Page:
Ron Slate is the poet who flies business class. He’s also the corporate strategist of darting-eye and allusive readings with nothing of the boardroom or the brochure about himself or his language. Wallace Stevens was his heroic poet in college and his Olympian model of the New England business burgher who writes, gorgeously. He remembers, too, an aphorism from the late Amherst poet, Robert Francis, who said: “it’s not for me to save poetry; it’s for poetry to save me.”
Ron Slate took James Tate’s seminar at UMass Amherst. In mid-life he became a student again with Louise Gluck, and found a teacher, editor and champion. In his books — The Incentive of the Maggot, at age 55, in 2004, and his second, The Great Wave this year — and in his reading for us, Ron Slate is an inquiring man of the world in the global marketplace of technology and culture. His poem “Coconut Grove” is a self-conscious reconsideration of his family history of the infamous Boston nighclub fire in 1942. Ron’s website, On the Seawall, is a mainstay of the contemporary poetry world, graced by his own close readings of essays and literary fiction as well as new poetry.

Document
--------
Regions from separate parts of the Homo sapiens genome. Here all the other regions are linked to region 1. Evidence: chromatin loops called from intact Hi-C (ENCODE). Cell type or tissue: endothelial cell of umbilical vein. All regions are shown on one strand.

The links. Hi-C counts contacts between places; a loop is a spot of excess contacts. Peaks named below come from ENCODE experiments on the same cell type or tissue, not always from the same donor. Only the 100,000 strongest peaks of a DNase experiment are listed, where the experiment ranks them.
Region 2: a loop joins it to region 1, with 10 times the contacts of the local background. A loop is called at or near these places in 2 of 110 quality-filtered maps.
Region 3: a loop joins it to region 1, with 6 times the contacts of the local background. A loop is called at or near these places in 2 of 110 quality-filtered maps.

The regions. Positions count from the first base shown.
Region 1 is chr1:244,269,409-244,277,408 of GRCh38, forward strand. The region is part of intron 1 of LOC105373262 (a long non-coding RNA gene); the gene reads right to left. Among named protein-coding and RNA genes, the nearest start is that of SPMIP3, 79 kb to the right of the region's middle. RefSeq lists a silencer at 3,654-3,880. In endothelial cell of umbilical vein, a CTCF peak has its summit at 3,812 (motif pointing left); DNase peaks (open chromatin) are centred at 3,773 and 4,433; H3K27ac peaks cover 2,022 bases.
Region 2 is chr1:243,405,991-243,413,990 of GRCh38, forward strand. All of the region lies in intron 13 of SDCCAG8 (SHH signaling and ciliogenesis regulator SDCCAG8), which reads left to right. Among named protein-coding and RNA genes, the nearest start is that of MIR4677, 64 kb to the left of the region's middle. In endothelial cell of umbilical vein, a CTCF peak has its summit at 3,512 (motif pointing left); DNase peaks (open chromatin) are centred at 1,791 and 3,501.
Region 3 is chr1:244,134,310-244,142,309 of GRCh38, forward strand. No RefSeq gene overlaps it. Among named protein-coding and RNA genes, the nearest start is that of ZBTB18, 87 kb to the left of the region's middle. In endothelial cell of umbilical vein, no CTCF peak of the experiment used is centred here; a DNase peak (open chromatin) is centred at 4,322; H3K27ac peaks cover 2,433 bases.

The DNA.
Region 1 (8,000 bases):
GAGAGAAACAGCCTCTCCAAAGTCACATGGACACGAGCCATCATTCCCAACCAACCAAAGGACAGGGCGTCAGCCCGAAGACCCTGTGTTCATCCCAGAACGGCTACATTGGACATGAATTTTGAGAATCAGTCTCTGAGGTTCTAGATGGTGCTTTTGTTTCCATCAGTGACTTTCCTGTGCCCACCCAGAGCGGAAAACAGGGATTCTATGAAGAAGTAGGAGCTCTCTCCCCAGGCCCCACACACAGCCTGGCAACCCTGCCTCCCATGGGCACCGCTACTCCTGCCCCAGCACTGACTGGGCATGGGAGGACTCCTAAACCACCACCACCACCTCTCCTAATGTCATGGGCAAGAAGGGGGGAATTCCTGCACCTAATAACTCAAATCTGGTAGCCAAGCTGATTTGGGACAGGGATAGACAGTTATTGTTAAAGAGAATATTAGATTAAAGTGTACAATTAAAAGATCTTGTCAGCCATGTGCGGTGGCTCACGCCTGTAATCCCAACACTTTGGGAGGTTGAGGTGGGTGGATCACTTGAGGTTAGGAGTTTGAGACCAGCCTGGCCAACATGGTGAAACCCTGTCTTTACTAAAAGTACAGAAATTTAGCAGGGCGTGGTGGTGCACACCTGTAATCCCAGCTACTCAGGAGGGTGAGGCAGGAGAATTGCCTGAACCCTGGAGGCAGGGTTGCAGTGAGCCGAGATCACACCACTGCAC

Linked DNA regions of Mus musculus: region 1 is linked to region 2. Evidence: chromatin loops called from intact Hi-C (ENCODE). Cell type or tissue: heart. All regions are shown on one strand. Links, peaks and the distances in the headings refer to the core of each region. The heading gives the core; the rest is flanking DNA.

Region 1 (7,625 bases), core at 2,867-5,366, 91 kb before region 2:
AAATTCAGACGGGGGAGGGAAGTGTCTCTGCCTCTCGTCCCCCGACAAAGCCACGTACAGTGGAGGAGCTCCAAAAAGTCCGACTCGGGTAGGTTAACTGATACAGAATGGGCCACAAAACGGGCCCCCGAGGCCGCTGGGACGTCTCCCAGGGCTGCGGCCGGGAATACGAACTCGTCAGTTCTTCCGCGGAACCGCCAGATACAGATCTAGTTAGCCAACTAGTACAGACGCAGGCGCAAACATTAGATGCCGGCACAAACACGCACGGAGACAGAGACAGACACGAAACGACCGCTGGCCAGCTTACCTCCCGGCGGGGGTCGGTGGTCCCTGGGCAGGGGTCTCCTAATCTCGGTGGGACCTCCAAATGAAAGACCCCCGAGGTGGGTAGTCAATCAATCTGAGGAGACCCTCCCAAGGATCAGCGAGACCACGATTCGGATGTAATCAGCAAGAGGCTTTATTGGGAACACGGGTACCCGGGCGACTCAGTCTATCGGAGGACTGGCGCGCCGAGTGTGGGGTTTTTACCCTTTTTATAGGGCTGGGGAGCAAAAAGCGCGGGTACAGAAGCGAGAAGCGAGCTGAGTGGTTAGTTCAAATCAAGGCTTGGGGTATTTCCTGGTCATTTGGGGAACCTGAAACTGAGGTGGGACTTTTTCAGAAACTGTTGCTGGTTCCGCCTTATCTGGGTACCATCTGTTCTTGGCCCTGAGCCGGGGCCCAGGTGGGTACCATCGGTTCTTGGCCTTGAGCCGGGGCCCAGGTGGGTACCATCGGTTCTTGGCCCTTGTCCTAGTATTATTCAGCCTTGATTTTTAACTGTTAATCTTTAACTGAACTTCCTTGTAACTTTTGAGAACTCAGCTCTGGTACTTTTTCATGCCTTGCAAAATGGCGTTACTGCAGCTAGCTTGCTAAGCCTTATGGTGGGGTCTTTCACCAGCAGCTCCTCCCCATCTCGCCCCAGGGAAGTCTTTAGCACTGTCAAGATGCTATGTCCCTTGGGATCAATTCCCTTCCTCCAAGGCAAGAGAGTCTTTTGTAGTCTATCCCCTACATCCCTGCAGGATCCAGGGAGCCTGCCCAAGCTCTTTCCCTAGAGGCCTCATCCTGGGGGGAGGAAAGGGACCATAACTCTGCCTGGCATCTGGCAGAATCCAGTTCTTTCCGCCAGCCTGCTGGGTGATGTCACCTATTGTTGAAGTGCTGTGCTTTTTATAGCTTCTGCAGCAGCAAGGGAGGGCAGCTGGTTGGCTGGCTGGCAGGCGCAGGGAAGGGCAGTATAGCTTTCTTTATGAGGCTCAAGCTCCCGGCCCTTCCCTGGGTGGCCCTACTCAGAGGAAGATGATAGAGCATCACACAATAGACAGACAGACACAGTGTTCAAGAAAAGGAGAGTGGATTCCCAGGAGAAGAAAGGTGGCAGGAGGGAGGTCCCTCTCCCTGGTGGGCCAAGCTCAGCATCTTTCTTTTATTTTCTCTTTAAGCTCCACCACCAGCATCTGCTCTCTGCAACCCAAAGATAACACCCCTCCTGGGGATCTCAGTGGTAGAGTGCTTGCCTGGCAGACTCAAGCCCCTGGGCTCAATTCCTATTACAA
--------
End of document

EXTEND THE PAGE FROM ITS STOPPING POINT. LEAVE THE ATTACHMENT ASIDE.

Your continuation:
Q: Which poem got you started?
A: Wallace Stevens is my touchstone. Jim Tate came in one day and read Stevens’ “The Man on the Dump”. Recited it. I said: that’s what I want to do. I want to be able to be with people and use this kind of language to get them agitated.
Q: Who do you think of as fellow travelers in other mediums?
A: In photography: Walker Evans. He gives you that sense of this pure vision of humanity and the images themselves are very rich. And Robert Frank. With him, you get that, but you also get the energy of his eye. When he shoots the city, not only is it in motion, he seems to know where it is headed.
In music: I’m a drummer who always wanted to be a piano player. Astor Piazzolla, who created the new tango music. Ennio Morricone, who writes music for the movies.
Q: What’s the quality you love in a poem?
A: The feeling of unresolved conflict: a clash of forces that is becoming apparent as you move through the poem. When you get to the end of the poem, you are vibrating with that sense of unfinished business. The poem keeps on going, because the thought keeps on going. There isn’t closure, and yet formally, the poem ends.
Q: What’s the keynote of your character as a poet?
A: Nervous uncertainty.
Q: What talent do you covet that you don’t have (yet)?
A: I wish I could swim. I’m not very buoyant.
Q: What’s your motto?
A: “We do what we want.” The fact is, I don’t want to dive into water, and that’s why I don’t swim.